Please enjoy your weekly roundup of TED-related news: Good luck and farewell to the Cassini spacecraft. Launched 20 years ago, NASA’s Cassini spacecraft will begin its final mission on April 26. The spacecraft will embark on a series of 22 dives through the space between Saturn and its rings, transmitting data that may help us […]Continue reading
Why you should listen
Neil Turok works on understanding the universe's very beginnings. With Stephen Hawking, he developed the Hawking-Turok instanton solutions, describing the birth of an inflationary universe -- positing that, big bang or no, the universe came from something, not from utter nothingness.
Recently, with Paul Steinhardt at Princeton, Turok has been working on a cyclic model for the universe in which the big bang is explained as a collision between two “brane-worlds.” The two physicists cowrote the popular-science book Endless Universe.
In 2003, Turok, who was born in South Africa, founded the African Institute for Mathematical Sciences (AIMS) in Muizenberg, a postgraduate center supporting math and science. His TED Prize wish: Help him grow AIMS and promote the study and math and science in Africa, so that the world's next Einstein may be African.
Turok is the Director of the Perimeter Institute for Theoretical Physics, in Ontario, Canada. In 2010, the Canadian government funded a $20million expansion of the AIMS schools, working with the Perimeter Institute to start five new AIMS schools in different African nations.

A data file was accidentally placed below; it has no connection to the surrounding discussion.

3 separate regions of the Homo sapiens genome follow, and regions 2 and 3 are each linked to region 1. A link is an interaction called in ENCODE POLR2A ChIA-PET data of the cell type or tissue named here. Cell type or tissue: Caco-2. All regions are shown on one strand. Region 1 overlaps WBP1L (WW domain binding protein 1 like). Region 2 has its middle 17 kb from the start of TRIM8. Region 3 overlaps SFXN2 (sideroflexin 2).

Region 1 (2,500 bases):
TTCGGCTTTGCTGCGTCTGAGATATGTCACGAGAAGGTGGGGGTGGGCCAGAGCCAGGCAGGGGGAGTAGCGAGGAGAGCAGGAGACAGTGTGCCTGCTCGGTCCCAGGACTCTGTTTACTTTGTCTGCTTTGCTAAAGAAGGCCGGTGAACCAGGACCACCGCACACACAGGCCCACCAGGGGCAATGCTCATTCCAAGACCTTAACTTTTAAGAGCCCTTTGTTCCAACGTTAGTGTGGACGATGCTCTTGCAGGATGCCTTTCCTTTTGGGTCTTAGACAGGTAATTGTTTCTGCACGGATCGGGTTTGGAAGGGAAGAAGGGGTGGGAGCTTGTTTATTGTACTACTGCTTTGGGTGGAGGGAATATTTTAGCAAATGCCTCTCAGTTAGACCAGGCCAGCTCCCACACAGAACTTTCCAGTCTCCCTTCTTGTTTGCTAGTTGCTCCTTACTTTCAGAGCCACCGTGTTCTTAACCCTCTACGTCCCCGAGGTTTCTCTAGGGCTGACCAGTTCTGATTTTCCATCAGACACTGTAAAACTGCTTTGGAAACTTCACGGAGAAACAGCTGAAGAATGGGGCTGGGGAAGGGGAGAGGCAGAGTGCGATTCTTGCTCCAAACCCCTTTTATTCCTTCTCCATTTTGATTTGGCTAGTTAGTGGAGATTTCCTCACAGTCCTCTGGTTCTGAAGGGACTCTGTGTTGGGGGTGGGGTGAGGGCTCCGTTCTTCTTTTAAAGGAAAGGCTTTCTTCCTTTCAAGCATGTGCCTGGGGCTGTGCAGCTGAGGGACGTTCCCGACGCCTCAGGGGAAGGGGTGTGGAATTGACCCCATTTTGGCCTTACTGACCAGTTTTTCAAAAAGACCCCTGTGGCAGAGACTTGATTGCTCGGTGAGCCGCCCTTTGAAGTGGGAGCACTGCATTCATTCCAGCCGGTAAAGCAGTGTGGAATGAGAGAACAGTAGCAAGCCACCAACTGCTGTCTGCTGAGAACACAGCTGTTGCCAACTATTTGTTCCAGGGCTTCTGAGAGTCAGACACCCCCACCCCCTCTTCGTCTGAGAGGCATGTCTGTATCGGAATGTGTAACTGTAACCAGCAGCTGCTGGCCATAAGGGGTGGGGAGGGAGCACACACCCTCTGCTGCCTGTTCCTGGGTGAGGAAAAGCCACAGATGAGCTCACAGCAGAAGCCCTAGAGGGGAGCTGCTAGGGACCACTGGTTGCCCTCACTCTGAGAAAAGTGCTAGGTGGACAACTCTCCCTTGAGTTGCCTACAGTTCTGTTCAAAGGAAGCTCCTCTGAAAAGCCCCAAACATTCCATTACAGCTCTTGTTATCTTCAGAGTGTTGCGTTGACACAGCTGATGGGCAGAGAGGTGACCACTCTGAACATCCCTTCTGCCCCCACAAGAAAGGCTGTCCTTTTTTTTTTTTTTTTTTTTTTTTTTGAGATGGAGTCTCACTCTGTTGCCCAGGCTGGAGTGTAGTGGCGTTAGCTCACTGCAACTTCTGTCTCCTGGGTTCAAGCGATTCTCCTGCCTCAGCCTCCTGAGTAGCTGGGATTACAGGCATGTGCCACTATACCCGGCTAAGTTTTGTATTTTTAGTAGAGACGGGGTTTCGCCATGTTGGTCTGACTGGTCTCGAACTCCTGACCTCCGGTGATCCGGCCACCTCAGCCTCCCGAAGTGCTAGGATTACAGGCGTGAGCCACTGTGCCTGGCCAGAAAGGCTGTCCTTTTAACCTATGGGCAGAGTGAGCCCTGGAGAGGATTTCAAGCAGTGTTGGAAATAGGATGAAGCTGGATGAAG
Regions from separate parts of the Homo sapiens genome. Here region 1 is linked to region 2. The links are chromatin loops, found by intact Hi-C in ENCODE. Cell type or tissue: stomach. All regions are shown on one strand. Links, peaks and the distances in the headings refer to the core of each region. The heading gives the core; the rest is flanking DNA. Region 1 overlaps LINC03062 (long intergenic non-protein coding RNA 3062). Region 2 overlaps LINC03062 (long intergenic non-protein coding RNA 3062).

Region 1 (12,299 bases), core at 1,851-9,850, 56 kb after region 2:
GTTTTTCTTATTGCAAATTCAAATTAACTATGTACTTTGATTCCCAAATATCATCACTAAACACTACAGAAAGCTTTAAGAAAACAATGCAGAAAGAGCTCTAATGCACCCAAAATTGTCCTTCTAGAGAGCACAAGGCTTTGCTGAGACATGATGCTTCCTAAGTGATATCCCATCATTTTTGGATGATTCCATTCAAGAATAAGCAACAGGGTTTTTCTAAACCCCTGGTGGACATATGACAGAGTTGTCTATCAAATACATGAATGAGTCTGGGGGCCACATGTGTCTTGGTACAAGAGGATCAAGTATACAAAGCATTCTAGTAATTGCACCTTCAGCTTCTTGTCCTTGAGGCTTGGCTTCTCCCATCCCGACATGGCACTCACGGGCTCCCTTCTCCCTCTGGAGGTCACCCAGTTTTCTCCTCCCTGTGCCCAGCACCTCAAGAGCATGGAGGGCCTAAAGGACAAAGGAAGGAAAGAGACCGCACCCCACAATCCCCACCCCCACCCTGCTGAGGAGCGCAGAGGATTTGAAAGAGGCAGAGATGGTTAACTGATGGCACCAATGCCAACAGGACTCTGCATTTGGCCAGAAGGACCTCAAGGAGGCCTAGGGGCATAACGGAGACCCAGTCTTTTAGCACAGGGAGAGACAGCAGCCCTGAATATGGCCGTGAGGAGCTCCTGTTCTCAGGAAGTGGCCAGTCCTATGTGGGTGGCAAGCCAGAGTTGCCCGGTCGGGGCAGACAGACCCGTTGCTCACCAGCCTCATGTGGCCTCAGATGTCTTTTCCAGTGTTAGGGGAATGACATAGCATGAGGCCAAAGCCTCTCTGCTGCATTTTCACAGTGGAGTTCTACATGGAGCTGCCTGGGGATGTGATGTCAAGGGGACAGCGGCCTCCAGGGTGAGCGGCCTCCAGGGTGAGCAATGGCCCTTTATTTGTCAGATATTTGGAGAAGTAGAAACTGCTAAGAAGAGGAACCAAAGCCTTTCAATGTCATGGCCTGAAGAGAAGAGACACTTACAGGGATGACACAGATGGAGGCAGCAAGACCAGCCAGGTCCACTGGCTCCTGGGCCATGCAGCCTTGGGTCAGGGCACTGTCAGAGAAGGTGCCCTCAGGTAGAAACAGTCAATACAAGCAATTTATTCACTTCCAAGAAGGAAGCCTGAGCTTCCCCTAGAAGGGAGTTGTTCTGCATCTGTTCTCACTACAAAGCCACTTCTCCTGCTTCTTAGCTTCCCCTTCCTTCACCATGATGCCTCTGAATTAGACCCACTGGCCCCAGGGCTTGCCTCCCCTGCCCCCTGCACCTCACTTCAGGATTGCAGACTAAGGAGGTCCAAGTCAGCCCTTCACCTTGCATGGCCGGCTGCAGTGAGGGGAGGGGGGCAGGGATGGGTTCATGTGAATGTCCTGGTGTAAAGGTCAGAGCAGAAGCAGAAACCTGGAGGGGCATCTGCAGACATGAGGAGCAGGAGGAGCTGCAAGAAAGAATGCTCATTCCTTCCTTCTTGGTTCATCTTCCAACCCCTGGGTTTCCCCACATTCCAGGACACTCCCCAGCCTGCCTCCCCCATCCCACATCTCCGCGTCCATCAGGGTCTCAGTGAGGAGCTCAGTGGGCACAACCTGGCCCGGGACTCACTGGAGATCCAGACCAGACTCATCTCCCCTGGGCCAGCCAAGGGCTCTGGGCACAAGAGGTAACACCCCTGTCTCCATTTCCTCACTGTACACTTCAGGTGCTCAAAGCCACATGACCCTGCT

In 2016, he won the Tate Medal for International Leadership in Physics .
What others say
“To me this seems like one of the most fundamental questions in science, because everything we know of emerged from the Big Bang. Whether it's particles or planets or stars or, ultimately, even life itself.” — Neil Turok, interviewed on Edge.com
Neil Turok’s TED talk
More news and ideas from Neil Turok
Shai Reshef’s nonprofit University of the People — which offers nearly tuition-free, accredited degrees online — today launches its first graduate degree, an MBA program in 12 courses. Although there are no tuition or textbook fees, there is a $200 testing fee per course, which means students can expect to pay $2,400 for their MBA (compare this to the average cost […]Continue reading
Why did Albert Einstein have such a unique scientific mind? Because he came from a disadvantaged background, says TED Prize winner Neil Turok. “When new cultures enter science, especially disadvantaged cultures, transformation can happen,” he said today in his opening remarks at the Next Einstein Forum Global Gathering 2016. “I believe that the entrance of […]Continue reading